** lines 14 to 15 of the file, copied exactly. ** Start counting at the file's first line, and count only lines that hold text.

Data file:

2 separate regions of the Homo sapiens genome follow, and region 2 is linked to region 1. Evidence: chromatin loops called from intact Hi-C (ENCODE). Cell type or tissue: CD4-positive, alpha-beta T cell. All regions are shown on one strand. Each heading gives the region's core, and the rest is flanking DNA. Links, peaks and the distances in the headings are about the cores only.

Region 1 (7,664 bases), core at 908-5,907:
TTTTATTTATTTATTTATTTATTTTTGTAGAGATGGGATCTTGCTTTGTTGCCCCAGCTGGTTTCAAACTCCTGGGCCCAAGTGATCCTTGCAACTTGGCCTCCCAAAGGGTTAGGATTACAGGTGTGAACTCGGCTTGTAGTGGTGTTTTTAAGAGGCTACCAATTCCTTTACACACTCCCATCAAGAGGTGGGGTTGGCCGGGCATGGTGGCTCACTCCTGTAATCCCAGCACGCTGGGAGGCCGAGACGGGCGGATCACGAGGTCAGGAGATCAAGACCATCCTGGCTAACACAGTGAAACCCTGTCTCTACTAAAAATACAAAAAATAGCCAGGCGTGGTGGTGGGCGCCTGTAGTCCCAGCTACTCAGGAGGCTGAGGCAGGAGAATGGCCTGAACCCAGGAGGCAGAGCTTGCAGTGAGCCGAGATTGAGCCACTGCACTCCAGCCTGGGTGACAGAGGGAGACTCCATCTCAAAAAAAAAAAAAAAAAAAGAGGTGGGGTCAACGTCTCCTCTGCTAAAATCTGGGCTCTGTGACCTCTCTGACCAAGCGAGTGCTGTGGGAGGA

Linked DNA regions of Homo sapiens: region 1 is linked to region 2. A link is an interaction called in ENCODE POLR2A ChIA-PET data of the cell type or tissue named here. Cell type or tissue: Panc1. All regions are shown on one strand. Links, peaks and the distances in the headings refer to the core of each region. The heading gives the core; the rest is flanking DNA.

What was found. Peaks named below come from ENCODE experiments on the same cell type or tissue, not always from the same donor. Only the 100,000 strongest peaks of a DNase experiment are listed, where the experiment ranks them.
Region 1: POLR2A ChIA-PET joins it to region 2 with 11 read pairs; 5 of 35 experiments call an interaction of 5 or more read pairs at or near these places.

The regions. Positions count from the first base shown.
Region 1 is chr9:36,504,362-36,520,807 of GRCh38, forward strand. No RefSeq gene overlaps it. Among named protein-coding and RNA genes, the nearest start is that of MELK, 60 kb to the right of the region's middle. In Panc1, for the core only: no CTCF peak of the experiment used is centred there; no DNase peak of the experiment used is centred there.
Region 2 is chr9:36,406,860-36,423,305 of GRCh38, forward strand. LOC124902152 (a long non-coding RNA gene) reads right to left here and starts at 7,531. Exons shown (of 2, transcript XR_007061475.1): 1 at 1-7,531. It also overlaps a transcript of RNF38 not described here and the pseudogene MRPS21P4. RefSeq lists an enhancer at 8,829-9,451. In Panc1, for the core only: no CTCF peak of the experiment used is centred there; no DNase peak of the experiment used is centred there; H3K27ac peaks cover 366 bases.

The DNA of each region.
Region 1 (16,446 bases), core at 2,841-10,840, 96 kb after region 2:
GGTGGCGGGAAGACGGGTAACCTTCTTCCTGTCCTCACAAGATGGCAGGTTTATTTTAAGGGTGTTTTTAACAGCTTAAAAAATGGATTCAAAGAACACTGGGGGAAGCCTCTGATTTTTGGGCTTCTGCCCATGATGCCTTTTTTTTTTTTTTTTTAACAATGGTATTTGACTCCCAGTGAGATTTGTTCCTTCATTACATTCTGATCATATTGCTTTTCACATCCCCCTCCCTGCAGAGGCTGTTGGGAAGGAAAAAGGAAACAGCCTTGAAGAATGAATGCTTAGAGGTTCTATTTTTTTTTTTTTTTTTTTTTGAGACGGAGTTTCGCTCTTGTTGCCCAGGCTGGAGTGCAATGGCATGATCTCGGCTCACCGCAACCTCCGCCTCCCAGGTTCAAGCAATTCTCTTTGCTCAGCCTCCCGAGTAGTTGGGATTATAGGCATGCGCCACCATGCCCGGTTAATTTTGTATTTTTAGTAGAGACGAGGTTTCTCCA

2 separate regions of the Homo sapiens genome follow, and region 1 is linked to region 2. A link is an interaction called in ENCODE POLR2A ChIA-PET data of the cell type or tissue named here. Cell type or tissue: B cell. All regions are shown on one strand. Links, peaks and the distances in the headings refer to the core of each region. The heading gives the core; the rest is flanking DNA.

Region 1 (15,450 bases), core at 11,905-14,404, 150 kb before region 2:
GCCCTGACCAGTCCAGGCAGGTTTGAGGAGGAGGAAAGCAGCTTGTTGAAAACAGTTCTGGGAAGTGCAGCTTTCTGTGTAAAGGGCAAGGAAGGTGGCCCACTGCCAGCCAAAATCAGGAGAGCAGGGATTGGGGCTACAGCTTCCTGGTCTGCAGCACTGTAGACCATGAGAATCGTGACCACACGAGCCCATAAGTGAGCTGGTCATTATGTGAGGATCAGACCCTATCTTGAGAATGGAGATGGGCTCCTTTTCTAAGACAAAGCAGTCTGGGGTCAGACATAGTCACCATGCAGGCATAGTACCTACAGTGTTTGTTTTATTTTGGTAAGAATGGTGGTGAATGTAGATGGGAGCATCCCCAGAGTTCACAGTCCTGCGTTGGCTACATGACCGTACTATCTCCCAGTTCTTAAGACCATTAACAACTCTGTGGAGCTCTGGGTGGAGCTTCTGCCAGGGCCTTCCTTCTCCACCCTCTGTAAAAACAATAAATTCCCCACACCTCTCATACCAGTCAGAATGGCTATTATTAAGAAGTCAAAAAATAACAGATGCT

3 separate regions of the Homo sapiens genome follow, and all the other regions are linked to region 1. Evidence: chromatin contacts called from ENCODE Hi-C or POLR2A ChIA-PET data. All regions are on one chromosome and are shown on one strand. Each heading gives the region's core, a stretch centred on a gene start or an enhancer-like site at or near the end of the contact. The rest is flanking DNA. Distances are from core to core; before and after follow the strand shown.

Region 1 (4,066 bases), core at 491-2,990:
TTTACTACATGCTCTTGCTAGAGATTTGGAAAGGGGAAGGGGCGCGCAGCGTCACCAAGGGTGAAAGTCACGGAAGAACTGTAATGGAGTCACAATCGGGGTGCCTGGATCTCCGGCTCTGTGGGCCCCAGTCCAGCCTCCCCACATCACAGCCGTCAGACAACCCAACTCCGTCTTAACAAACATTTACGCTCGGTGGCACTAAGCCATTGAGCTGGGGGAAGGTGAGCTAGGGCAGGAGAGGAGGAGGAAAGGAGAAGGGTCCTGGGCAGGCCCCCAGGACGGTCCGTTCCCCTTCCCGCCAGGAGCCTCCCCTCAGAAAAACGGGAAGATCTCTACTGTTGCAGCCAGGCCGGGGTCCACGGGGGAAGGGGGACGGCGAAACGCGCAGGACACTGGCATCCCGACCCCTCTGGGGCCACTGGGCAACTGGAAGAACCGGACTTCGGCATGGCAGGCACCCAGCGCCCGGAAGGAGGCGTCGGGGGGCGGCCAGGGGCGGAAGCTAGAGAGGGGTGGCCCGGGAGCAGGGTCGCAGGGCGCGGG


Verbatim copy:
Region 1 (15,450 bases), core at 11,905-14,404, 150 kb before region 2:
GCCCTGACCAGTCCAGGCAGGTTTGAGGAGGAGGAAAGCAGCTTGTTGAAAACAGTTCTGGGAAGTGCAGCTTTCTGTGTAAAGGGCAAGGAAGGTGGCCCACTGCCAGCCAAAATCAGGAGAGCAGGGATTGGGGCTACAGCTTCCTGGTCTGCAGCACTGTAGACCATGAGAATCGTGACCACACGAGCCCATAAGTGAGCTGGTCATTATGTGAGGATCAGACCCTATCTTGAGAATGGAGATGGGCTCCTTTTCTAAGACAAAGCAGTCTGGGGTCAGACATAGTCACCATGCAGGCATAGTACCTACAGTGTTTGTTTTATTTTGGTAAGAATGGTGGTGAATGTAGATGGGAGCATCCCCAGAGTTCACAGTCCTGCGTTGGCTACATGACCGTACTATCTCCCAGTTCTTAAGACCATTAACAACTCTGTGGAGCTCTGGGTGGAGCTTCTGCCAGGGCCTTCCTTCTCCACCCTCTGTAAAAACAATAAATTCCCCACACCTCTCATACCAGTCAGAATGGCTATTATTAAGAAGTCAAAAAATAACAGATGCT